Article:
We all know that childhood obesity is on the increase in the Western World. In the states alone, seventeen percent of children and teens are overweight. It is an epidemic. Although there are various campaigns and efforts being made to inform the public and steer children toward better eating habits, the statistics show that we still have a lot of work to do if we want to have healthier young people.
Weight problems do run in families. There is a major genetic component to the problem, but lifestyle is also a huge part of the problem. Families too poor to buy enough healthy food, families undereducated in wise use of their food money, families who are too busy with a hectic schedule and those who have a sedentary home lifestyle all contribute to the problem. They sacrifice healthy meals to the convenience of fast food.
Surprisingly, one of the big causes of overweight is individuals or families who skip meals. The studies show that when a meal is skipped there is a tendency to overeat later in the day. Families that sit down to eat meals together tend to eat healthier, more balanced foods and have more control over portions eaten.
Another large factor in childhood obesity is the sedentary lifestyle allowed or even encouraged in many homes. Children who spend several hours each day playing video games or watching television are much more likely to be heavy. By contrast, those children who play actively at least sixty minutes each day are much more likely to have their weight under control. Parents and grandparents can do a lot to model a healthy active lifestyle by staying active themselves and including children in walks, and active outdoor play.
An interesting study done by a doctor at the University of Florida showed that training parents to eat and serve healthy, well-balanced meals was just as effective as training the children too. The study suggested that parents have a primary responsibility to build healthy habits into their children as they are raising them. The children will not only receive the health benefits of eating well, but will learn how to continue to eat well as adults. It is generally advised that if one member of the family is overweight, the entire family should modify their diet to ensure healthy eating habits. Being singled out to eat less or to eat different foods is sure to injure self-esteem. Interestingly, when overweight youth take part in exercise programs designed to help them get started on a healthy lifestyle there is the added benefit of better behavior and fewer anger-related incidents. It makes sense that an overweight child will be more positive and more encouraged when engaged in activities that will help solve the weight problem.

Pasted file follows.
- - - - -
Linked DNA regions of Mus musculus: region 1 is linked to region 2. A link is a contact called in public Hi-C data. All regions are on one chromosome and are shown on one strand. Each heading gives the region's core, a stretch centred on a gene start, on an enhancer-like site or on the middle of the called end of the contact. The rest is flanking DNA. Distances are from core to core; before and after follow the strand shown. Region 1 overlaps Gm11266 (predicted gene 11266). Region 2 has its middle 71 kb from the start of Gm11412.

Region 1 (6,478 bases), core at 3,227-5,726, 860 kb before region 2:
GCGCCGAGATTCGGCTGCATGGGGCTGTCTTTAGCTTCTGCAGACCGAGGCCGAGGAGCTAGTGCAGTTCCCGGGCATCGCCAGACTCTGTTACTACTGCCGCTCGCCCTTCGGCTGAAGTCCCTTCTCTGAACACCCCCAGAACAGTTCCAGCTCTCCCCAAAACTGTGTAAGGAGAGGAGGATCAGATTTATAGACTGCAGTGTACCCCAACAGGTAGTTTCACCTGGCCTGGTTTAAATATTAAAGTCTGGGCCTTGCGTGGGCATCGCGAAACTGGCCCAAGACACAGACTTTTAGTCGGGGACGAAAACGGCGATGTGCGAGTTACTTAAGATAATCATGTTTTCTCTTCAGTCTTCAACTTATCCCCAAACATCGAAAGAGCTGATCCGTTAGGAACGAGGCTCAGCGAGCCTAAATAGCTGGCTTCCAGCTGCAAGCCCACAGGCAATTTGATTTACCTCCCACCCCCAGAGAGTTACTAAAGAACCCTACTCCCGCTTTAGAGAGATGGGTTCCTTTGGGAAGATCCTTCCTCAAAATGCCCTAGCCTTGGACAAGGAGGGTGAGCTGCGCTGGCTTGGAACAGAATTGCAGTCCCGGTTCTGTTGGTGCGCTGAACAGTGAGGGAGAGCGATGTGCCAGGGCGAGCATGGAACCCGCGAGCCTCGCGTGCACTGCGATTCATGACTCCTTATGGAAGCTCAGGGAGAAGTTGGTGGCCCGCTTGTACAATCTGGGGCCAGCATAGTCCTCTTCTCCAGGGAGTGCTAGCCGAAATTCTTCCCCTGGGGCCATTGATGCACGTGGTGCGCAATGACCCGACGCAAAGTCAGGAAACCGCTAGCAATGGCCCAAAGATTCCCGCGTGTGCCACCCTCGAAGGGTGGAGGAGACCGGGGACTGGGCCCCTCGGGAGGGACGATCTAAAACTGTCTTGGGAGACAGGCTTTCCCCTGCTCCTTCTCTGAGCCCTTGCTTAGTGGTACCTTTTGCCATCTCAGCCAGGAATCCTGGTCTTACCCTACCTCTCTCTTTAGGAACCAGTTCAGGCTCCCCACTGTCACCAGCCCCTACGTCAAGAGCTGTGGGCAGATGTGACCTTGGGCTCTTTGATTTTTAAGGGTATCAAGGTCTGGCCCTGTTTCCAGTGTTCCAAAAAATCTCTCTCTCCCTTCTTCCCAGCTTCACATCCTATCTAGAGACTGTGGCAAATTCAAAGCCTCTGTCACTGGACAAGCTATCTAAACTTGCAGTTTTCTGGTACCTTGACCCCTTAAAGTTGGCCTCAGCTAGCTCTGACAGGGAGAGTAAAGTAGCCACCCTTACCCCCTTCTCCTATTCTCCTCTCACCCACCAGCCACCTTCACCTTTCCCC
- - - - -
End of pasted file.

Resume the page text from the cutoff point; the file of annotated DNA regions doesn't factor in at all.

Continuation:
There is no doubt that being overweight predisposes children and youth to a wide variety of diseases and to future adult health risks leading to earlier death rates. What can you do to encourage healthy eating habits in your home? How about having lots of fruit and veggies around when the grandkids visit? Find some fun healthy recipes that they may not have tasted before. Model some healthy eating and exercise habits yourself. Young people respect parents and grandparents who stay vibrant into their older years.
The health of our children is too important not to take notice. Be informed, pay attention to the diet of the young people in your life. Be ready to encourage steps taken to live healthy, active lives and let your grandchildren know that you want them to be healthy for a long, long time.